The writing is on the wall in terms of large scale layoffs happening right now due to new models of working, the effects of automation and the globalisation of the workforce. An executive assistant can be replaced by a virtual assistant at a fraction of the cost. A website designer can either be hired for very little on Upwork or an online website-builder makes it easy for a five-year-old to build a website these days. The effects of automation on the jobs market in Australia means five million jobs will be automated in 2025 in Australia — that’s 40% of jobs. It will change the very fabric of how we live and the full-time permanent roles will be very few and far between.

So what does that mean? It means that at some point in your career, you will need to think about how you will commoditise your valuable knowledge, expertise and skills in the free market. In other words, become a freelancer. You will need to learn the art and science not only of consulting, but pricing, packaging and selling your services, building a client portfolio, navigating tax, contracts and employment laws. Take a deep breath now and build your own website, create your first marketing funnel, develop social media campaigns, and, the list goes on.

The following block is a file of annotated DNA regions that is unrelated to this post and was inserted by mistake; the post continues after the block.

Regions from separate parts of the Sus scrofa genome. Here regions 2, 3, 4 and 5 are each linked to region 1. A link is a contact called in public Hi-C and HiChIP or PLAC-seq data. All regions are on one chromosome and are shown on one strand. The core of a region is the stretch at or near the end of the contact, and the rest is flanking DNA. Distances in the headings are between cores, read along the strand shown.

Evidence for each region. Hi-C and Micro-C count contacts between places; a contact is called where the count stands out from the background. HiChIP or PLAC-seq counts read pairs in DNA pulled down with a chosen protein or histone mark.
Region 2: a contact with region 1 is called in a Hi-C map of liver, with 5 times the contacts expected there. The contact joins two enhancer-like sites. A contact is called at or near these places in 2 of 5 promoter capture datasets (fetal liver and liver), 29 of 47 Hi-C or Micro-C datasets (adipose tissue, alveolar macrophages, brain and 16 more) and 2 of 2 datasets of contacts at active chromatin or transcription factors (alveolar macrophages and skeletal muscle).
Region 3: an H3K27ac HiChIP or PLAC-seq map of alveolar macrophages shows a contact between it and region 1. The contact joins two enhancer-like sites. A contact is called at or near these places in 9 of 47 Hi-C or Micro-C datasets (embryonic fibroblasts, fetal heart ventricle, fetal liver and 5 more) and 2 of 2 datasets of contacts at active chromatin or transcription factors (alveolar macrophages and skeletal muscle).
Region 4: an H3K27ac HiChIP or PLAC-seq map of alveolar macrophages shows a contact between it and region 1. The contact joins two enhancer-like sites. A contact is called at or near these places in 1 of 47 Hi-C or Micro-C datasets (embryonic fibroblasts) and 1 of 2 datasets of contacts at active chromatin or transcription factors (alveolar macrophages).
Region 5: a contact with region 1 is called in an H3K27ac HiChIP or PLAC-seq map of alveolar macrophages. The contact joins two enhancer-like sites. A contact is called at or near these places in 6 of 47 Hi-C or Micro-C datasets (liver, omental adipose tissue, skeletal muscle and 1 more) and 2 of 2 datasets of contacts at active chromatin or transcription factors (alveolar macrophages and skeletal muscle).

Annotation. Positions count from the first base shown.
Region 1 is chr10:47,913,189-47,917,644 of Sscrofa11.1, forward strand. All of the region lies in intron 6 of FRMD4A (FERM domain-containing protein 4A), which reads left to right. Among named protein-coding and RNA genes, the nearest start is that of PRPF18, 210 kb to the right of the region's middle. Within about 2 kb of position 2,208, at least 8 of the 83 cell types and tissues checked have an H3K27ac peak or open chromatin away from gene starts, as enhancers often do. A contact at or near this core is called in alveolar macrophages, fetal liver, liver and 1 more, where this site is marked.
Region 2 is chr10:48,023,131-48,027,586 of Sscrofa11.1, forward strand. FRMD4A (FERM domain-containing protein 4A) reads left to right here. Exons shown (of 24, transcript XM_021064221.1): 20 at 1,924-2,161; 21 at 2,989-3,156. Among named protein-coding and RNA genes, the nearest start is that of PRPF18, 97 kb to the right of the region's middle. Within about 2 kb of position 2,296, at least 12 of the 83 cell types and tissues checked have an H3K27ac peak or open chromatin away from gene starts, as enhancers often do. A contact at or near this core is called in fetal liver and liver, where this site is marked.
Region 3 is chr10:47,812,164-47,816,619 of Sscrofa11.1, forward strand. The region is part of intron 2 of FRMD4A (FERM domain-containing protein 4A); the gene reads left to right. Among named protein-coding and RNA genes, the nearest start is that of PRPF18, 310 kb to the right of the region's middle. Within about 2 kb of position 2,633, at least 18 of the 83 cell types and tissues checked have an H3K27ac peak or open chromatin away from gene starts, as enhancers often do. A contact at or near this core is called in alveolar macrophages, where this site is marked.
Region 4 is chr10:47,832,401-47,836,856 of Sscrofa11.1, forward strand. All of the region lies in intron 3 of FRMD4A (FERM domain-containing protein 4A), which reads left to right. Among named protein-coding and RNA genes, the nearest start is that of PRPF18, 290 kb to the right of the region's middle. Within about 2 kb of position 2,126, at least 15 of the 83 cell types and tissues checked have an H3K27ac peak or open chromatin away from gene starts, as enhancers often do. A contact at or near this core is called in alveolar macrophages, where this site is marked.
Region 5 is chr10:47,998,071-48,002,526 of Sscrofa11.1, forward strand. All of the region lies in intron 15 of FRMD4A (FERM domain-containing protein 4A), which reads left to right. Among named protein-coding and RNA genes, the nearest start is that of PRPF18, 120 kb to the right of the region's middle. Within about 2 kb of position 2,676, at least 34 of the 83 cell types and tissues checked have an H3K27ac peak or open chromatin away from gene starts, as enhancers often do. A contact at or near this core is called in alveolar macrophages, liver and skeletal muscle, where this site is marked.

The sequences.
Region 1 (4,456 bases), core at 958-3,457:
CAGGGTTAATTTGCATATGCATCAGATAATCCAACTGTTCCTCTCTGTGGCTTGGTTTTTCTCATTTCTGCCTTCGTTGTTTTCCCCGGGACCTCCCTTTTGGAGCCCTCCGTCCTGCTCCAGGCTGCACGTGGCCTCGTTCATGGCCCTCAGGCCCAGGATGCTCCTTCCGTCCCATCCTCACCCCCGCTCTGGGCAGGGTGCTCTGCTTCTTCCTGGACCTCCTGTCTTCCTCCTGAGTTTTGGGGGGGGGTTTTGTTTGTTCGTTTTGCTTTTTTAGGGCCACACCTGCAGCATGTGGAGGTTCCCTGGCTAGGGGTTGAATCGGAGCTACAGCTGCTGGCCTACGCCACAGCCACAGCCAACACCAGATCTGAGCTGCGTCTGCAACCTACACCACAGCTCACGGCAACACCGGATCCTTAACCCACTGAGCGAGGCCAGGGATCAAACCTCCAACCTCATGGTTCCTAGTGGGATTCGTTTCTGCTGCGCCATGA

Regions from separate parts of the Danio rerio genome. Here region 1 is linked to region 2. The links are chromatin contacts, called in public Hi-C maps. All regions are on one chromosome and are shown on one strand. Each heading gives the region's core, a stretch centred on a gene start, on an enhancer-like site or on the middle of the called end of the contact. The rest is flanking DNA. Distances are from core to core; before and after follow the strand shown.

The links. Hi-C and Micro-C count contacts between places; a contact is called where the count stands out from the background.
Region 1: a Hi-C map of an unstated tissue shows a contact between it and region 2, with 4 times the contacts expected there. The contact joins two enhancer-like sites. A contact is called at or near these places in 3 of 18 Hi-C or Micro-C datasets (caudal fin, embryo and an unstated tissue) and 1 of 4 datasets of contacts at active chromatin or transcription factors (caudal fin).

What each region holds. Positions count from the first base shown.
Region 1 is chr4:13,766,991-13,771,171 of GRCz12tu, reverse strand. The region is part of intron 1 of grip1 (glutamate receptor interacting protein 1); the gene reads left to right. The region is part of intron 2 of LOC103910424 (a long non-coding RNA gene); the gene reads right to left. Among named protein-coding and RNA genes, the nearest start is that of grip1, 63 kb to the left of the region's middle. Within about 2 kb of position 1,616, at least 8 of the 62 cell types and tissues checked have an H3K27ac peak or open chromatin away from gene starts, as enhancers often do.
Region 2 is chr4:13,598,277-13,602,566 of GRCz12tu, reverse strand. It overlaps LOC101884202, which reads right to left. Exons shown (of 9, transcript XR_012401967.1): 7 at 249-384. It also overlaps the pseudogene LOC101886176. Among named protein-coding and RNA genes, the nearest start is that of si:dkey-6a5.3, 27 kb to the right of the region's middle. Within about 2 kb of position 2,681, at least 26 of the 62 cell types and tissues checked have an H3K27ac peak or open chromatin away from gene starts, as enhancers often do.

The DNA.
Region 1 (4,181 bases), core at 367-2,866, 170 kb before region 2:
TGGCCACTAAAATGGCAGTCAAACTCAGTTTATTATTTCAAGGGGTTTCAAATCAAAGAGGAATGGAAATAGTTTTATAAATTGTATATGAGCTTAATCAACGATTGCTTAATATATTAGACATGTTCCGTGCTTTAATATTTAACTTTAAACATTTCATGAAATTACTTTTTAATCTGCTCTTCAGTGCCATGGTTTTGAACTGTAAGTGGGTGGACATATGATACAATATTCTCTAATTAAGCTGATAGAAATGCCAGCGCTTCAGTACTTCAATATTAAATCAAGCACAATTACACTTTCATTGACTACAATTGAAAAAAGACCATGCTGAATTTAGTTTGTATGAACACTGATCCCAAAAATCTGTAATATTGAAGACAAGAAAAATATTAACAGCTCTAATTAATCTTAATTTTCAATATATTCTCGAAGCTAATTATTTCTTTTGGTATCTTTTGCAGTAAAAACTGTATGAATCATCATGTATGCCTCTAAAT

The sooner you start doing this, the better. In fact, if you can start doing this alongside your full-time work, you’re smarter than most.

Full-time employment will soon become a rarity and soon, you will develop a portfolio of work that will add to a fulfilling career where you can choose your own projects, design your work day around your needs, align and collaborate with interesting people with complementary skills to yours. It’s exciting and terrifying all at the same time, but the time is right to jump in.

If you are hesitant to make that leap just yet, a good step would be to focus on future-facing transferable skills that can support any move you decide to make in the future. Foundation of Young Australians points to Enterprise skills around digital literacy, creativity, critical thinking and presentation skills being the most important to focus on.

Some options to get you upskilled fast in these areas are the Zambesi suite of practical programs and The Greater Collective leadership program that I have co-created taking the best of my knowledge from Google on what it takes to build world-class leaders.

Your future is in your hands — not your employers. So take control and take ownership today.

Hiam Sakakini is an expert navigator of change who built stellar leadership teams during her 14+ years of working for Fortune 500 companies and most recently, during her 10 years at Google. This is where she built internal business units and later, shifted into the heart of the People & Culture strategy team.

Taking that experience, Hiam has co-founded a People & Culture consulting practice, ThinkChangeGrow and regularly speaks and writes on topics around Women in Business, How to Motivate Millennials and The Future of Work.